Qingqing Chai, PhD

Department of Veterinary and Biomedical Sciences
Feinberg school of Medicine
Northwestern University
303 E Chicago Ave, Chicago, IL 60611, USA



• PhD, Veterinary and Biomedical Sciences,University of Georgia, USA (GPA 344) (2014)
• Postdoctoral Fellow, Feinberg school of Medicine, Northwestern University, USA (08/2014 – Present)
• Research Assistant, College of Veterinary Medicine, University of Georgia, USA (08/2010 – 08/2014)
• Project Manager,The State Key Laboratory of Agricultural Microbiology, Huazhong Agricultural University, China(09/2008 – 04/2009)

Research Interest

His resesrch interest includes: Veterinary Medicine.

Scientific Activities


• UGA Phi Zeta manuscript competition in the Basic Research (2015)


• Dennis Sikes Fellowship, Phi Zeta 2014, University of Georgia, USA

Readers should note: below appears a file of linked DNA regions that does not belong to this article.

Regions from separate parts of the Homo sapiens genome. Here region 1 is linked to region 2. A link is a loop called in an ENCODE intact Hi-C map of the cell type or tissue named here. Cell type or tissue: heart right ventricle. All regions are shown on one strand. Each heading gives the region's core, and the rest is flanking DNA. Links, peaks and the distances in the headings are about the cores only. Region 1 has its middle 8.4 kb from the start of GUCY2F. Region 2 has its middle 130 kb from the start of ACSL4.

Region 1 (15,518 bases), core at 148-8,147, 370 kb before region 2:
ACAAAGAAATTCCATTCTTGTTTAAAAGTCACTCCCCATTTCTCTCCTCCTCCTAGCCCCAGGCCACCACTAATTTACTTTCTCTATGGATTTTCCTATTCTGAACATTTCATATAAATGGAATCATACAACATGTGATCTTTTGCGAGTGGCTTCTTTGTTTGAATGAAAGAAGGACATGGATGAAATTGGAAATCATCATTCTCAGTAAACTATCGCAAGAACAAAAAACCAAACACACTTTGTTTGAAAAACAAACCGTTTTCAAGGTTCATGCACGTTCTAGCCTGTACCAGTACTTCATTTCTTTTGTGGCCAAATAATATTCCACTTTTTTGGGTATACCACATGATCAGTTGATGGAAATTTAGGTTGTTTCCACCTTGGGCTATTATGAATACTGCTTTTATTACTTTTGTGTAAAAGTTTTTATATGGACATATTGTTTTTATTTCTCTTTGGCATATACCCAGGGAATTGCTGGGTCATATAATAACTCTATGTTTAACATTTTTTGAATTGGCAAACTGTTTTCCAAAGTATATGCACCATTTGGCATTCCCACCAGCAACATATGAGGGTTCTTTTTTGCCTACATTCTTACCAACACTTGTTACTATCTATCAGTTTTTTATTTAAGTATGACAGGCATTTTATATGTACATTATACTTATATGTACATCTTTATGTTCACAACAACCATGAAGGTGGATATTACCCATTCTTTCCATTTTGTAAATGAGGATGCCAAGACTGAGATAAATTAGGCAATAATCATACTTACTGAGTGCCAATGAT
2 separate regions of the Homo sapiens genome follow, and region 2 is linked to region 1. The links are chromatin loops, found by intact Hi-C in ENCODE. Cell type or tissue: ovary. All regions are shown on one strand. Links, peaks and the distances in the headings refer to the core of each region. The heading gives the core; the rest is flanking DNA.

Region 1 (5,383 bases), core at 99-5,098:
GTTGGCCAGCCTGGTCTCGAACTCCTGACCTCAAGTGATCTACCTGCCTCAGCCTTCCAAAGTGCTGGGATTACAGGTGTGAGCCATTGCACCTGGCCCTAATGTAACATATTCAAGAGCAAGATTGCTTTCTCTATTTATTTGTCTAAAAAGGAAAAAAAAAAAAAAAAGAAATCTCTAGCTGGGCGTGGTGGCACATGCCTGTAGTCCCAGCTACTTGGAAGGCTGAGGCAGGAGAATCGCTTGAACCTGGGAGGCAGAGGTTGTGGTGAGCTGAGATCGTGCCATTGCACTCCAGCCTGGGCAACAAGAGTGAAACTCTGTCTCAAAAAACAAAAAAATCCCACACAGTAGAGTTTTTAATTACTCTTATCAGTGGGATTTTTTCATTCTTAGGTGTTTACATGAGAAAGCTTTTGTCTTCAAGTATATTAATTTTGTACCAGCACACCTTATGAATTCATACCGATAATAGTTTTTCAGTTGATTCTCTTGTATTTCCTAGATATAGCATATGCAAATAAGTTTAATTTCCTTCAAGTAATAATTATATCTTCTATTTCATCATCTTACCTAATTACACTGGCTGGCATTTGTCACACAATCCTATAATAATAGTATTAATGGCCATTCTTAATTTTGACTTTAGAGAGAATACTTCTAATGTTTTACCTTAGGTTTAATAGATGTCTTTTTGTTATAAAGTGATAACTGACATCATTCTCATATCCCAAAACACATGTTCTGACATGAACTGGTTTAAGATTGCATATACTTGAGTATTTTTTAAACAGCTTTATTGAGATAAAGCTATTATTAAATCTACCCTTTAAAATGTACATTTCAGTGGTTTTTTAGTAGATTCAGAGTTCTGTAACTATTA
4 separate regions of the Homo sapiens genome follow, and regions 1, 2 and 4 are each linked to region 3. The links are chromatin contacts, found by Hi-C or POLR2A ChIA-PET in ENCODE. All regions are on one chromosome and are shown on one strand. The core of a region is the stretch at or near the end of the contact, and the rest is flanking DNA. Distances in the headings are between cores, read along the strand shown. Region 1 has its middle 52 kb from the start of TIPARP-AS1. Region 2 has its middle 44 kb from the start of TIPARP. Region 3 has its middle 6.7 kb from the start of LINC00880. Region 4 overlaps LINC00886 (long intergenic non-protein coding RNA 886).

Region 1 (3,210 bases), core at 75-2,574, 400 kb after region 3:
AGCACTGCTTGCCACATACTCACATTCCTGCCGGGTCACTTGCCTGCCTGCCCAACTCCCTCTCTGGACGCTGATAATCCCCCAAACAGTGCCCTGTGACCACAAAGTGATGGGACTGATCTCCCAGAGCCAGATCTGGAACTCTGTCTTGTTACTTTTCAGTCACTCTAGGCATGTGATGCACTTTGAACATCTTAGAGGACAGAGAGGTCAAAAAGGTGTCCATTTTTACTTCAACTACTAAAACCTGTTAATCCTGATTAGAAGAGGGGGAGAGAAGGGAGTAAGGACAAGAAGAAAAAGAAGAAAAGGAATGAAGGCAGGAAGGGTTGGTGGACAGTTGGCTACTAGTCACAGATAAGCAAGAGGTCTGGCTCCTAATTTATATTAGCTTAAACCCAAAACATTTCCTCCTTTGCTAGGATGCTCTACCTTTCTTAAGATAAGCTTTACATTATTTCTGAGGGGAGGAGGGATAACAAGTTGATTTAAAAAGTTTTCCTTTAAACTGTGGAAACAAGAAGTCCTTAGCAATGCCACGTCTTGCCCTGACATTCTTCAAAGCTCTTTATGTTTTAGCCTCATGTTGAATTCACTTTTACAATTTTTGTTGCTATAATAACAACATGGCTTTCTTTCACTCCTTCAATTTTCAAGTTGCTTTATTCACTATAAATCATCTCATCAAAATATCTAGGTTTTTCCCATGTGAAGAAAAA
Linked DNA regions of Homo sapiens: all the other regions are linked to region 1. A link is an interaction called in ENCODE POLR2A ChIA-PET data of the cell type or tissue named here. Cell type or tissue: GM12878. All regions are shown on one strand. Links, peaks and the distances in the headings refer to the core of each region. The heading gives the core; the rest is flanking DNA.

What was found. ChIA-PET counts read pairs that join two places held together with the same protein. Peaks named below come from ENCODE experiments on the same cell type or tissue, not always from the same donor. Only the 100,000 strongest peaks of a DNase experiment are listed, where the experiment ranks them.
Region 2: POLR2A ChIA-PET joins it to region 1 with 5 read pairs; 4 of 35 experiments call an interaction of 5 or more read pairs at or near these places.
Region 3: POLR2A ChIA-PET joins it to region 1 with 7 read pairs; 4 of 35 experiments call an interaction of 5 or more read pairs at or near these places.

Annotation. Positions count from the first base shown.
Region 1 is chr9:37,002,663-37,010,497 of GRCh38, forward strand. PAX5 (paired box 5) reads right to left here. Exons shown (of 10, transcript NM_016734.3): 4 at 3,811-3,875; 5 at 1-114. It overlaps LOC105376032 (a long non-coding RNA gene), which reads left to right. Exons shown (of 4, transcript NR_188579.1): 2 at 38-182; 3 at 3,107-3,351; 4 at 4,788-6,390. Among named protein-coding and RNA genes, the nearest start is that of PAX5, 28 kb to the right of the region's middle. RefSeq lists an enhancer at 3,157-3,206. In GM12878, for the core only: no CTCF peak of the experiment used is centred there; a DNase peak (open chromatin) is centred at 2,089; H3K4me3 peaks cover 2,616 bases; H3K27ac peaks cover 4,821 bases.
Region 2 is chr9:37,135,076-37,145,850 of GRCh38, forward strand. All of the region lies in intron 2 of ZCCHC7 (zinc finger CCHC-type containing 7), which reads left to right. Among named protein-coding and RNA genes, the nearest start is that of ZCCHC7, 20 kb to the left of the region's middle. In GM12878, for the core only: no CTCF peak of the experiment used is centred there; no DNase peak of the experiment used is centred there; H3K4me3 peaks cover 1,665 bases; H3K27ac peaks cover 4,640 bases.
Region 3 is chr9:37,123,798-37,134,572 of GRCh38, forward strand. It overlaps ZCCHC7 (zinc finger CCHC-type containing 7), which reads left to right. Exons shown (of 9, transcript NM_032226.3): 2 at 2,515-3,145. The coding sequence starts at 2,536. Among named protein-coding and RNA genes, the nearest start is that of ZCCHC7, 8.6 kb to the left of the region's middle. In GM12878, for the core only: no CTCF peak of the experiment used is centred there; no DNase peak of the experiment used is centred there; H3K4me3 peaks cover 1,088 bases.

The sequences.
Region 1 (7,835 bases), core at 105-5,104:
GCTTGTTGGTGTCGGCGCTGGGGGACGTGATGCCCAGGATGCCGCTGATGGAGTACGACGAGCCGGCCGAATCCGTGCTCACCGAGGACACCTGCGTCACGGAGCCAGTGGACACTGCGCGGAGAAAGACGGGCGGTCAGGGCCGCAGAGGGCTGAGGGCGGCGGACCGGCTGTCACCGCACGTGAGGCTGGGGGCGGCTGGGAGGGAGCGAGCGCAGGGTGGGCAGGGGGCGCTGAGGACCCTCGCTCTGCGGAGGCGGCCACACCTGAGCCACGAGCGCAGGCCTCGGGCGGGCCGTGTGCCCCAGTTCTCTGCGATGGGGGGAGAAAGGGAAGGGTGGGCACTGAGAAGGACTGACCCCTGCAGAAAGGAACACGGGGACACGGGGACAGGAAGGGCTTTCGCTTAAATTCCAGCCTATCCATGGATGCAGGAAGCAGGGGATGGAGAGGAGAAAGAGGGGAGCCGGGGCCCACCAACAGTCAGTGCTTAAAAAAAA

1. Chai Q, She R, Huang Y, Fu ZF, et al. Expression of Neuronal CXCL10 Induced by Rabies Virus Infection Initiates Infiltration of Inflammatory Cells, Production of Chemokines and Cytokines, and Enhancement of Blood-brain Barrier Permeability. Journal of Virology. doi: 10.1128/JVI.02154-14
2. Chai Q, He WQ, Fu ZF. Enhancement of Blood-Brain Barrier Permeability and Reduction of Tight Junction Protein Expression Are Modulated by Chemokine/Cytokine Production in Rabies Virus Infection. Journal of Virology. JVI. 2014. (Published) doi: 10.1128/JVI.03149-13
3. Huang CT, Li Z, Huang Y, et al. Intravenous administration of virus neutralizing antibodies can clear rabies virus from the CNS and prevent the development of rabies in mice once the blood-brain barrier permeability is enhanced. Antiviral Research. (Published) doi: 10.1016/j.antiviral.2014.07.013
4. Zhou M, Zhang G, Ren G, et al. Recombinant rabies viruses expressing GM-CSF or flagellin are effective vaccines for both intramuscular and oral immunizations. PLoS One. 2013. (Published) doi: 10.1371/journal.pone.0063384